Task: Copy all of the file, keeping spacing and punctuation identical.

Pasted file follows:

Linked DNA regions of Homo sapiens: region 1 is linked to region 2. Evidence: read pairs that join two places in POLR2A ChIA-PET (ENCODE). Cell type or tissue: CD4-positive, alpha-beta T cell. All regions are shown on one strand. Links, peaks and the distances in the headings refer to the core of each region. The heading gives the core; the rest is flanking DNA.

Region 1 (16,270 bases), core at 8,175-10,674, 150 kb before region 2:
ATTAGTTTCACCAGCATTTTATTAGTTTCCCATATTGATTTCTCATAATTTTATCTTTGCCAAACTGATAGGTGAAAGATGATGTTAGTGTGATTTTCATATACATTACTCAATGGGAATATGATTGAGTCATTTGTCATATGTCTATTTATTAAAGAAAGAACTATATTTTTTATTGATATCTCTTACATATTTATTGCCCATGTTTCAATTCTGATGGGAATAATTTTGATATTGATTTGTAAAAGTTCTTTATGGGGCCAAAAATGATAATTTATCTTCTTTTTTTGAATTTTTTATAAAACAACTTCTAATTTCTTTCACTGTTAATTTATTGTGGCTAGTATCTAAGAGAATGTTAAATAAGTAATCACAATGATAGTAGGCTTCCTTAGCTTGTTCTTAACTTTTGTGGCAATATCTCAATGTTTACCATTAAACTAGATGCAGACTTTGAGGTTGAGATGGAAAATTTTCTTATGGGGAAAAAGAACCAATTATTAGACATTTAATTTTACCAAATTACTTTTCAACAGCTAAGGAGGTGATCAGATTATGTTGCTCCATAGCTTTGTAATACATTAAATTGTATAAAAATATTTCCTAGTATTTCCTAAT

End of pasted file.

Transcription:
Linked DNA regions of Homo sapiens: region 1 is linked to region 2. Evidence: read pairs that join two places in POLR2A ChIA-PET (ENCODE). Cell type or tissue: CD4-positive, alpha-beta T cell. All regions are shown on one strand. Links, peaks and the distances in the headings refer to the core of each region. The heading gives the core; the rest is flanking DNA.

Region 1 (16,270 bases), core at 8,175-10,674, 150 kb before region 2:
ATTAGTTTCACCAGCATTTTATTAGTTTCCCATATTGATTTCTCATAATTTTATCTTTGCCAAACTGATAGGTGAAAGATGATGTTAGTGTGATTTTCATATACATTACTCAATGGGAATATGATTGAGTCATTTGTCATATGTCTATTTATTAAAGAAAGAACTATATTTTTTATTGATATCTCTTACATATTTATTGCCCATGTTTCAATTCTGATGGGAATAATTTTGATATTGATTTGTAAAAGTTCTTTATGGGGCCAAAAATGATAATTTATCTTCTTTTTTTGAATTTTTTATAAAACAACTTCTAATTTCTTTCACTGTTAATTTATTGTGGCTAGTATCTAAGAGAATGTTAAATAAGTAATCACAATGATAGTAGGCTTCCTTAGCTTGTTCTTAACTTTTGTGGCAATATCTCAATGTTTACCATTAAACTAGATGCAGACTTTGAGGTTGAGATGGAAAATTTTCTTATGGGGAAAAAGAACCAATTATTAGACATTTAATTTTACCAAATTACTTTTCAACAGCTAAGGAGGTGATCAGATTATGTTGCTCCATAGCTTTGTAATACATTAAATTGTATAAAAATATTTCCTAGTATTTCCTAAT